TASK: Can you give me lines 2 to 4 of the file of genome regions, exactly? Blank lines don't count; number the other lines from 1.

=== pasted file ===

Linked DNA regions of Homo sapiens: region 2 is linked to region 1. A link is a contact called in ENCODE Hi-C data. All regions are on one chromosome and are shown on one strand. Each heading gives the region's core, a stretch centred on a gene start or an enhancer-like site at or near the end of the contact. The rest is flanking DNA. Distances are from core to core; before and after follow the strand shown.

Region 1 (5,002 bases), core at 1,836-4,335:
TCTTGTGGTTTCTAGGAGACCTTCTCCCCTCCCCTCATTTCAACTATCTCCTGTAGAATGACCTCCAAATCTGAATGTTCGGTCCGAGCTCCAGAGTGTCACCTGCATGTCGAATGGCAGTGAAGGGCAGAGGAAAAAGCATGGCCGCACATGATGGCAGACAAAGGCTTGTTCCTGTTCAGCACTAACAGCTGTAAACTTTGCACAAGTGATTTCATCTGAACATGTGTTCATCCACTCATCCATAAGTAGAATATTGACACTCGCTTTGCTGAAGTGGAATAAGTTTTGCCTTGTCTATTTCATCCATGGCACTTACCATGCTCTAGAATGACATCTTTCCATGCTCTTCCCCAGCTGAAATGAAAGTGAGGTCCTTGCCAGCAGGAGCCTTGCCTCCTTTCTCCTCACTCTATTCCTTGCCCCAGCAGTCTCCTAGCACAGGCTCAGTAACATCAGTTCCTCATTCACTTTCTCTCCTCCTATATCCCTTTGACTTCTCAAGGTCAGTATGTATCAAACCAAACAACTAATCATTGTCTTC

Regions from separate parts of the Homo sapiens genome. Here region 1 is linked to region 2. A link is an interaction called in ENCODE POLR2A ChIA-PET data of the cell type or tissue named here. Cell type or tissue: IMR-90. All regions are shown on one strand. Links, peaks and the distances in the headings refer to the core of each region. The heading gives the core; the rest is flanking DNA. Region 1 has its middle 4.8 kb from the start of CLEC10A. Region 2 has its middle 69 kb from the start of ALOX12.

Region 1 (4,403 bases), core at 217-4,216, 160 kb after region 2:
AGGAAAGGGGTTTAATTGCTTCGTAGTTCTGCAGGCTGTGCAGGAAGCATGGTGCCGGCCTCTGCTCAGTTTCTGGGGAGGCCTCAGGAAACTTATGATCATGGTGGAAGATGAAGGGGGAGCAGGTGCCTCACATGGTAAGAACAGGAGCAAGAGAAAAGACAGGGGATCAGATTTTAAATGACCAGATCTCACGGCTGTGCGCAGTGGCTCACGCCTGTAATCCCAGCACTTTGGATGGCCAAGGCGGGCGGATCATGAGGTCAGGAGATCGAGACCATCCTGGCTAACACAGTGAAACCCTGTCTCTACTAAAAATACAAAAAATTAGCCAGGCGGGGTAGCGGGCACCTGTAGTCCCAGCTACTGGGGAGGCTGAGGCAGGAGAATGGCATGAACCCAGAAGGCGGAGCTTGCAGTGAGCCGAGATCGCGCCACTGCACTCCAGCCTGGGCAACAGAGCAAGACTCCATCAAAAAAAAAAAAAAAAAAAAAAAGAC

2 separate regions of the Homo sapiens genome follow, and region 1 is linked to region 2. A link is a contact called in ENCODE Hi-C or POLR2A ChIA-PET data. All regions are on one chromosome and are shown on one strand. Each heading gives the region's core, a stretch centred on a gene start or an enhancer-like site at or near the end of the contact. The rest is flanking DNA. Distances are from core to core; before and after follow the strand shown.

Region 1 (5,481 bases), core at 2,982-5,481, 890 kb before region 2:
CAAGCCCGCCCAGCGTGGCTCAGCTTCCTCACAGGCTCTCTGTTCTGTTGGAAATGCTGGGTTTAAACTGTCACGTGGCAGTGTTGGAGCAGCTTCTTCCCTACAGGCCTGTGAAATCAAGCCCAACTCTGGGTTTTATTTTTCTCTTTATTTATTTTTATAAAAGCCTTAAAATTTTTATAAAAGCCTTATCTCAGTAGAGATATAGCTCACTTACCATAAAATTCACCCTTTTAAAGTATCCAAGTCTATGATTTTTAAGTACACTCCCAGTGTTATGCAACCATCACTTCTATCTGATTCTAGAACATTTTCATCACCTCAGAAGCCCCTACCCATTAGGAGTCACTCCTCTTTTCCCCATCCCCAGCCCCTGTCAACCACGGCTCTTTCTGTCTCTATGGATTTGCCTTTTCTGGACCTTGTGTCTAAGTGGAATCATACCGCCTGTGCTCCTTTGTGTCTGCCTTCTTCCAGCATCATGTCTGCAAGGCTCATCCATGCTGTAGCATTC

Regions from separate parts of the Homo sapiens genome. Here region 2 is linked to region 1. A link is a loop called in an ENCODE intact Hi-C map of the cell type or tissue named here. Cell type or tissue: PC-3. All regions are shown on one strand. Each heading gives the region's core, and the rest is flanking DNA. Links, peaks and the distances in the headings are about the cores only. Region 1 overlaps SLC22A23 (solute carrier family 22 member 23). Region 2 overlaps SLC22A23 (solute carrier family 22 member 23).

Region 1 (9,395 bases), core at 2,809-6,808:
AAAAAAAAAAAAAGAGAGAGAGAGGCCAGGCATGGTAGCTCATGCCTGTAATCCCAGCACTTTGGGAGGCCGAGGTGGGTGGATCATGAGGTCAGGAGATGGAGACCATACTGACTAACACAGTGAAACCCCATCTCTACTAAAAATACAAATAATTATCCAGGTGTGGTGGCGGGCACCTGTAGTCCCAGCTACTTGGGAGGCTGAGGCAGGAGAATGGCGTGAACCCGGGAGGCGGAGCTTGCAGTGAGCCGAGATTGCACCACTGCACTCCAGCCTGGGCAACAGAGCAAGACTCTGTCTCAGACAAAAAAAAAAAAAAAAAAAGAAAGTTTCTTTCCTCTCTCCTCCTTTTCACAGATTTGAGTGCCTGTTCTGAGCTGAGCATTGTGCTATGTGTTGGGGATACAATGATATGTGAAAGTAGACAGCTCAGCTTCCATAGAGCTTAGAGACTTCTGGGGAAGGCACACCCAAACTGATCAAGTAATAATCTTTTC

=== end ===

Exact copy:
Region 1 (5,002 bases), core at 1,836-4,335:
TCTTGTGGTTTCTAGGAGACCTTCTCCCCTCCCCTCATTTCAACTATCTCCTGTAGAATGACCTCCAAATCTGAATGTTCGGTCCGAGCTCCAGAGTGTCACCTGCATGTCGAATGGCAGTGAAGGGCAGAGGAAAAAGCATGGCCGCACATGATGGCAGACAAAGGCTTGTTCCTGTTCAGCACTAACAGCTGTAAACTTTGCACAAGTGATTTCATCTGAACATGTGTTCATCCACTCATCCATAAGTAGAATATTGACACTCGCTTTGCTGAAGTGGAATAAGTTTTGCCTTGTCTATTTCATCCATGGCACTTACCATGCTCTAGAATGACATCTTTCCATGCTCTTCCCCAGCTGAAATGAAAGTGAGGTCCTTGCCAGCAGGAGCCTTGCCTCCTTTCTCCTCACTCTATTCCTTGCCCCAGCAGTCTCCTAGCACAGGCTCAGTAACATCAGTTCCTCATTCACTTTCTCTCCTCCTATATCCCTTTGACTTCTCAAGGTCAGTATGTATCAAACCAAACAACTAATCATTGTCTTC

Regions from separate parts of the Homo sapiens genome. Here region 1 is linked to region 2. A link is an interaction called in ENCODE POLR2A ChIA-PET data of the cell type or tissue named here. Cell type or tissue: IMR-90. All regions are shown on one strand. Links, peaks and the distances in the headings refer to the core of each region. The heading gives the core; the rest is flanking DNA. Region 1 has its middle 4.8 kb from the start of CLEC10A. Region 2 has its middle 69 kb from the start of ALOX12.